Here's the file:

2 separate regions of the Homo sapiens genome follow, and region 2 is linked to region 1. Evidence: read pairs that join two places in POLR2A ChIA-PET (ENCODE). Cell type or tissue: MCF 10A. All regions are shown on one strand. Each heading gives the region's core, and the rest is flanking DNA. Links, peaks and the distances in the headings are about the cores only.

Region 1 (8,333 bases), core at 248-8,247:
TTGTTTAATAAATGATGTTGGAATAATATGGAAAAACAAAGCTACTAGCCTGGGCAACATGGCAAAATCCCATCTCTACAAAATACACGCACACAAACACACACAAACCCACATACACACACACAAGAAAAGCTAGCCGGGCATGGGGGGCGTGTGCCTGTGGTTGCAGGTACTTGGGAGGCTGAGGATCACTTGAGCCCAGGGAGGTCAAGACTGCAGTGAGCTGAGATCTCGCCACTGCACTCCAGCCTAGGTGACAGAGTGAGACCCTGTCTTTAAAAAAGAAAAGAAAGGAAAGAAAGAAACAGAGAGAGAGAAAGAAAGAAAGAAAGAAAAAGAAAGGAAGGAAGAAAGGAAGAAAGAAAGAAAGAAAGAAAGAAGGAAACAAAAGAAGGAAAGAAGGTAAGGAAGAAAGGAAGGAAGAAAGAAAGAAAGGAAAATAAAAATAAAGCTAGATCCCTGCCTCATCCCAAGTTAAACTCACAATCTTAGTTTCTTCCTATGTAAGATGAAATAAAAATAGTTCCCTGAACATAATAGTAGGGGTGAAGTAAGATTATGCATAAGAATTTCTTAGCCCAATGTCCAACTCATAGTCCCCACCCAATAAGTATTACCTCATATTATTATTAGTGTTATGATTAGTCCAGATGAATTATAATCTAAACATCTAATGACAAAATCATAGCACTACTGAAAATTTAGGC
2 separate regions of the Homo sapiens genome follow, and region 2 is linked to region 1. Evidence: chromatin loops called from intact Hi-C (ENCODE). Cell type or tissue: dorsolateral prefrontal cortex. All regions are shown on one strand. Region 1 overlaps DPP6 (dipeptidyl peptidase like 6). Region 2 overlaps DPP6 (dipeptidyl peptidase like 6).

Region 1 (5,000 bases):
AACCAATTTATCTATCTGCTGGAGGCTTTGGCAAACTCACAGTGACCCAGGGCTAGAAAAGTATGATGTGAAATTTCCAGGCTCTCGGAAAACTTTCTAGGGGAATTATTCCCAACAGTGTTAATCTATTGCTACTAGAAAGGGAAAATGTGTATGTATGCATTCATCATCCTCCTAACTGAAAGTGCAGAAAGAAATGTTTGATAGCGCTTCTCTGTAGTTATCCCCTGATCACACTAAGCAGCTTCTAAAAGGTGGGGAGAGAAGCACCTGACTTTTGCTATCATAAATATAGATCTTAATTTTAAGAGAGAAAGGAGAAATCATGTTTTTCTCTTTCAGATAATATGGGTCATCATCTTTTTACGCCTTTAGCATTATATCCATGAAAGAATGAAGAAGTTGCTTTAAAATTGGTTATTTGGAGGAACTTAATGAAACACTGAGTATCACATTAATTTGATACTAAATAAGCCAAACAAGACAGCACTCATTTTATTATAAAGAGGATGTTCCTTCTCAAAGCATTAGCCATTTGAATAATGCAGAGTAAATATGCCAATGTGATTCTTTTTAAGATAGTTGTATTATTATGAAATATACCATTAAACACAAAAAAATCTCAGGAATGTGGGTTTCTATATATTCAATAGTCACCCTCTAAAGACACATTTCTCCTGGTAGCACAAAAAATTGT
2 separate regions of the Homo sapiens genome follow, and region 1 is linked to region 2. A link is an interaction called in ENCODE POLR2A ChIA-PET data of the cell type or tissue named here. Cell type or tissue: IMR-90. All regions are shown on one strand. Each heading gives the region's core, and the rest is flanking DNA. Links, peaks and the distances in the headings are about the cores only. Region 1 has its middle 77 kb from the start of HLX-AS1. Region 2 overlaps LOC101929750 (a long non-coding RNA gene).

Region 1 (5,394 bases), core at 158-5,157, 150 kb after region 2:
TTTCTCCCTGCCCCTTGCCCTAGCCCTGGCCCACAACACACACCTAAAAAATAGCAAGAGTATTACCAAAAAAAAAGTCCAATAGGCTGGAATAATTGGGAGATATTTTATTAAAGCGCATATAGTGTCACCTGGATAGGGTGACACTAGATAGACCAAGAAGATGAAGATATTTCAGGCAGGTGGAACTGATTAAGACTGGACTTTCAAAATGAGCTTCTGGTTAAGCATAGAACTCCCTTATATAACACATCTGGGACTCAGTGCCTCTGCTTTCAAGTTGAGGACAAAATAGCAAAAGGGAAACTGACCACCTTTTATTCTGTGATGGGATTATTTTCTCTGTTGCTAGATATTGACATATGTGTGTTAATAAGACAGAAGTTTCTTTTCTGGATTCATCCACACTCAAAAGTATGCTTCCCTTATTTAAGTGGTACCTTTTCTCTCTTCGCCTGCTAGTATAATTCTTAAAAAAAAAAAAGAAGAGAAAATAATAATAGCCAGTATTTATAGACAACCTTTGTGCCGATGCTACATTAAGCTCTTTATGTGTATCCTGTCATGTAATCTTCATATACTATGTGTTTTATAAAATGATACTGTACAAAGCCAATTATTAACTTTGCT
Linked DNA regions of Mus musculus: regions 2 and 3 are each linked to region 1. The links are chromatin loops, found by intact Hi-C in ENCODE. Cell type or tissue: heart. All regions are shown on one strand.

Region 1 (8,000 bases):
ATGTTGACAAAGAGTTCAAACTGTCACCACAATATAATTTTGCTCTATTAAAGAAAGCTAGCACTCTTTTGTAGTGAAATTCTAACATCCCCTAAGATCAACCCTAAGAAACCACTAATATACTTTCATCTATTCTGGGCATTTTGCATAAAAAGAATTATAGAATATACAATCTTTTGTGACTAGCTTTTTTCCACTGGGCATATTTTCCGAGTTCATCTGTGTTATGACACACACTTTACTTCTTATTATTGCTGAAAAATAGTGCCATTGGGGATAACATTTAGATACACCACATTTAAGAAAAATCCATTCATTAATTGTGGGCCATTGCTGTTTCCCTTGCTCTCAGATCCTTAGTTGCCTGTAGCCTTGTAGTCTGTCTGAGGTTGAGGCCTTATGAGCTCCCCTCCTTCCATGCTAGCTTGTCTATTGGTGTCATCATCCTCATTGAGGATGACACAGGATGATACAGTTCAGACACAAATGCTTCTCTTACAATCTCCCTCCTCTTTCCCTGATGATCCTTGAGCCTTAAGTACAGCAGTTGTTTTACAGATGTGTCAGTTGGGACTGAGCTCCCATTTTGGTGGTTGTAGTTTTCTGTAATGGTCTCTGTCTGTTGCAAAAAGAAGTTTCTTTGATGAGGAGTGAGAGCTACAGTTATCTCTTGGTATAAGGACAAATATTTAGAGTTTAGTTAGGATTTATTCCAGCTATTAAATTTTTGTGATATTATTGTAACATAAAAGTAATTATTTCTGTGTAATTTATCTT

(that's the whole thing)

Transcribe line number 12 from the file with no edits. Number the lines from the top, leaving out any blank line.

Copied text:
ATGTTGACAAAGAGTTCAAACTGTCACCACAATATAATTTTGCTCTATTAAAGAAAGCTAGCACTCTTTTGTAGTGAAATTCTAACATCCCCTAAGATCAACCCTAAGAAACCACTAATATACTTTCATCTATTCTGGGCATTTTGCATAAAAAGAATTATAGAATATACAATCTTTTGTGACTAGCTTTTTTCCACTGGGCATATTTTCCGAGTTCATCTGTGTTATGACACACACTTTACTTCTTATTATTGCTGAAAAATAGTGCCATTGGGGATAACATTTAGATACACCACATTTAAGAAAAATCCATTCATTAATTGTGGGCCATTGCTGTTTCCCTTGCTCTCAGATCCTTAGTTGCCTGTAGCCTTGTAGTCTGTCTGAGGTTGAGGCCTTATGAGCTCCCCTCCTTCCATGCTAGCTTGTCTATTGGTGTCATCATCCTCATTGAGGATGACACAGGATGATACAGTTCAGACACAAATGCTTCTCTTACAATCTCCCTCCTCTTTCCCTGATGATCCTTGAGCCTTAAGTACAGCAGTTGTTTTACAGATGTGTCAGTTGGGACTGAGCTCCCATTTTGGTGGTTGTAGTTTTCTGTAATGGTCTCTGTCTGTTGCAAAAAGAAGTTTCTTTGATGAGGAGTGAGAGCTACAGTTATCTCTTGGTATAAGGACAAATATTTAGAGTTTAGTTAGGATTTATTCCAGCTATTAAATTTTTGTGATATTATTGTAACATAAAAGTAATTATTTCTGTGTAATTTATCTT